Meanwhile, Gay Dillingham (pictured to the left) had built up a portfolio of unique patents around another version of foam glass: 95% of her raw materials were diverted from landfills. She created the supply chain from the Albuquerque landfill. The glass was ground as fine as baking flour for bread and led to four product lines. The creation of this portfolio was driven by a desire to substitute mined raw materials with recycled glass. In line with the Blue Economy principles, the products manufactured have a higher value than the mere bottle from which it was made. Earth Stone still taps the market for insulation and green, structural light-weight building materials, but the core business moved on to horticulture9.
Glass recycling turned into a platform technology, penetrating multiple sectors. This is the pre-condition to provide a framework where one innovative business model stimulates dozens to innovate. One of the applications to unfold was foam glass as a growth medium for tomatoes and strawberries in greenhouses. Foam glass is highly porous, free of chemicals, and offers soil aeration while providing the right water balance to the roots. The production technique allows the growth medium to be customized to fit a wide range of plants and farming techniques. Considering that most hydroponic growth substrate is mined perlite or hydroton, this innovative application puts glass in an unending cycle. Foam glass can be reconditioned back into the next season’s growth medium. It shows that a non-biodegradable product can be highly ecological, provided there is a solid effort spent on creating the loop. The success of “growstone” stimulated Gay and her team to spin off the business into a separate unit. The creative team at Earth Stone designed two additional product lines: consumers cleaning and personal care products, and industry abrasives, aggregates and filtration medium. The “QuickSand” sanding block lasts longer than sandpaper and each block is made from one beer bottle. The cleaning products for swimming pools and kitchens are alternatives based on “physics” rather than toxic chemicals. The four business sectors of Earth Stone and the experience of research, which started without previous experience in the field, resulted in a highly flexible foam glass production design that could accommodate nearly any technical requirement from the customer. The highly standardized volume production from Belgium stands now in stark contract with the highly flexible small runs in the US.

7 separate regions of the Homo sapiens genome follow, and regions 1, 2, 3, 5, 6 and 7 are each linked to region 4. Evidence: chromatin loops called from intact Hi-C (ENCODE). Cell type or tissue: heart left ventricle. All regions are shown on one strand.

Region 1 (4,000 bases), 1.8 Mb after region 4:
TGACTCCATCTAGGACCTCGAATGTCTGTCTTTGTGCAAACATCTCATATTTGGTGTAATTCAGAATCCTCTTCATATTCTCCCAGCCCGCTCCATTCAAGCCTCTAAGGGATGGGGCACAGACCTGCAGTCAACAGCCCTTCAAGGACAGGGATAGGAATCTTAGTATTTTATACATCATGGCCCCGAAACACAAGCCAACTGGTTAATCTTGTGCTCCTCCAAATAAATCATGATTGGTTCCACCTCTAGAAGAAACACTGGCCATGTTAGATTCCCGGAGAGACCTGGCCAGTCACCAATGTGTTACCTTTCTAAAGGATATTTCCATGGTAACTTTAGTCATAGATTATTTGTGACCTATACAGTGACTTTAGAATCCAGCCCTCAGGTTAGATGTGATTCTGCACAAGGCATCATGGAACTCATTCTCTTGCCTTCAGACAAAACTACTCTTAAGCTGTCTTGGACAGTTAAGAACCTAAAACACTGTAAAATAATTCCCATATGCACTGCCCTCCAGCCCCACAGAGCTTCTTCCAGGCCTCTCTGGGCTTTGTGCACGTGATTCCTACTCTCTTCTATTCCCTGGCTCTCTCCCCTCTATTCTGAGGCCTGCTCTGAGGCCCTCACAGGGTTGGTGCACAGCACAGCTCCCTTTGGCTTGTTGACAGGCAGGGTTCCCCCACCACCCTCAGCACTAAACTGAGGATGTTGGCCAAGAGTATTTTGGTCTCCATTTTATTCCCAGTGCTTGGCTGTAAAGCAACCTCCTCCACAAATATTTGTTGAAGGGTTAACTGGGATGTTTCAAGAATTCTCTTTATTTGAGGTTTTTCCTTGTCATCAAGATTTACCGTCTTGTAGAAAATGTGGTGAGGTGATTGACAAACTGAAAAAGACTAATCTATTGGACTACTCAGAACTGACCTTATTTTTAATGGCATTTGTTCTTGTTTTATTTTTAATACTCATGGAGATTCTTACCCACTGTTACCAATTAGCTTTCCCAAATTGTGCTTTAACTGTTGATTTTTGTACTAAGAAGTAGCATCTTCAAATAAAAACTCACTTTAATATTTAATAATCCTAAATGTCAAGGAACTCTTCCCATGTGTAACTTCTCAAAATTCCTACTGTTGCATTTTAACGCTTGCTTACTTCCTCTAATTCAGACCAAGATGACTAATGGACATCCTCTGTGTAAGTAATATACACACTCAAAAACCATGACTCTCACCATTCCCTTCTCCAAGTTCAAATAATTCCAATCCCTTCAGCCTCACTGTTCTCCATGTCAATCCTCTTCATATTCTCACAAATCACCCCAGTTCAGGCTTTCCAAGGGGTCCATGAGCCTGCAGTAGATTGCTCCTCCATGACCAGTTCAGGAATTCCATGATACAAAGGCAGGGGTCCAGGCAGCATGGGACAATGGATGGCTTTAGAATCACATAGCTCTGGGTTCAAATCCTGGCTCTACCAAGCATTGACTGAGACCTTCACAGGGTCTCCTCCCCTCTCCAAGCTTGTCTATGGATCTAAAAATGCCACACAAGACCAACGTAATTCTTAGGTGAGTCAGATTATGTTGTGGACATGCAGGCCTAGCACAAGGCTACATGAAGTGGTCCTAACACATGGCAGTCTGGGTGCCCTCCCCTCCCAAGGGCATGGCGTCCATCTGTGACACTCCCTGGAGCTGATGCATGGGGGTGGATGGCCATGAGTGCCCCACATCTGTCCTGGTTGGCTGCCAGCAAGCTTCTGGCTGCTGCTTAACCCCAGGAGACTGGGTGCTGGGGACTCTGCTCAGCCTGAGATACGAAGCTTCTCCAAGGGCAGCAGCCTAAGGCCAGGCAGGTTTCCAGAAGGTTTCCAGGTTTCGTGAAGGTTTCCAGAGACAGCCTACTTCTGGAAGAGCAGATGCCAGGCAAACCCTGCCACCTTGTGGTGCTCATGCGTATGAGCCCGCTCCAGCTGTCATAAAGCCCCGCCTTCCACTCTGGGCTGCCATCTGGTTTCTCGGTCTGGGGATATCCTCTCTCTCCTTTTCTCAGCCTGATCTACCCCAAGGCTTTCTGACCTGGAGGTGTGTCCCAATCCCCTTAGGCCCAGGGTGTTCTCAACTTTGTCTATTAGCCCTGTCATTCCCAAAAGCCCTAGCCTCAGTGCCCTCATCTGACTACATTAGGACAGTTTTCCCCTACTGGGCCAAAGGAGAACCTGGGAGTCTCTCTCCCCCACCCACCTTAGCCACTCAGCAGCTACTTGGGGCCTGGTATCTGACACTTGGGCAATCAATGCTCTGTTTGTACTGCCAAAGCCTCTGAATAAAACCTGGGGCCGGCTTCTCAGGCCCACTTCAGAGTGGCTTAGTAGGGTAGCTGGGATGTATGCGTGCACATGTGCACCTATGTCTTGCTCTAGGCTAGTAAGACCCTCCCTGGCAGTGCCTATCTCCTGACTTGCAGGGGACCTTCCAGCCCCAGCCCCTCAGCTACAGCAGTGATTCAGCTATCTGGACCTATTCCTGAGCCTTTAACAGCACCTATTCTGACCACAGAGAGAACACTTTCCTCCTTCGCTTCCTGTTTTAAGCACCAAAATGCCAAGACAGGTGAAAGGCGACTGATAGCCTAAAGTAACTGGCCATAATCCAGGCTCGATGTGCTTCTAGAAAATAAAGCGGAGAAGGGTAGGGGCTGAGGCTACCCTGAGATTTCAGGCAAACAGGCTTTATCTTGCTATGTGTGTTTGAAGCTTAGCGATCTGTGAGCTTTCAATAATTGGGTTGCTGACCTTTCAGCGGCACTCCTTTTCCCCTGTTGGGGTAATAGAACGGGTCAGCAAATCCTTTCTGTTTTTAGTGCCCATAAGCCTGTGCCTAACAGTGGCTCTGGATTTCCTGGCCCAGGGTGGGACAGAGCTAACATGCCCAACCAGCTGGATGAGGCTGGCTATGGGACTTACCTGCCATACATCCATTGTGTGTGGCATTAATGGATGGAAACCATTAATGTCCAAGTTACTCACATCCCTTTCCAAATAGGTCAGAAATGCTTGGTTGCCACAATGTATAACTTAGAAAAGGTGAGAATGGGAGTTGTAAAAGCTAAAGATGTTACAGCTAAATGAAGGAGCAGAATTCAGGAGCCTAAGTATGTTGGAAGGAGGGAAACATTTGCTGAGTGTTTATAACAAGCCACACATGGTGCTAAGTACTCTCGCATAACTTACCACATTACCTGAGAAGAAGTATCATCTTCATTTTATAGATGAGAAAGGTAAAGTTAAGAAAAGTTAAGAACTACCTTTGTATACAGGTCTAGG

Harvey Stone © Stone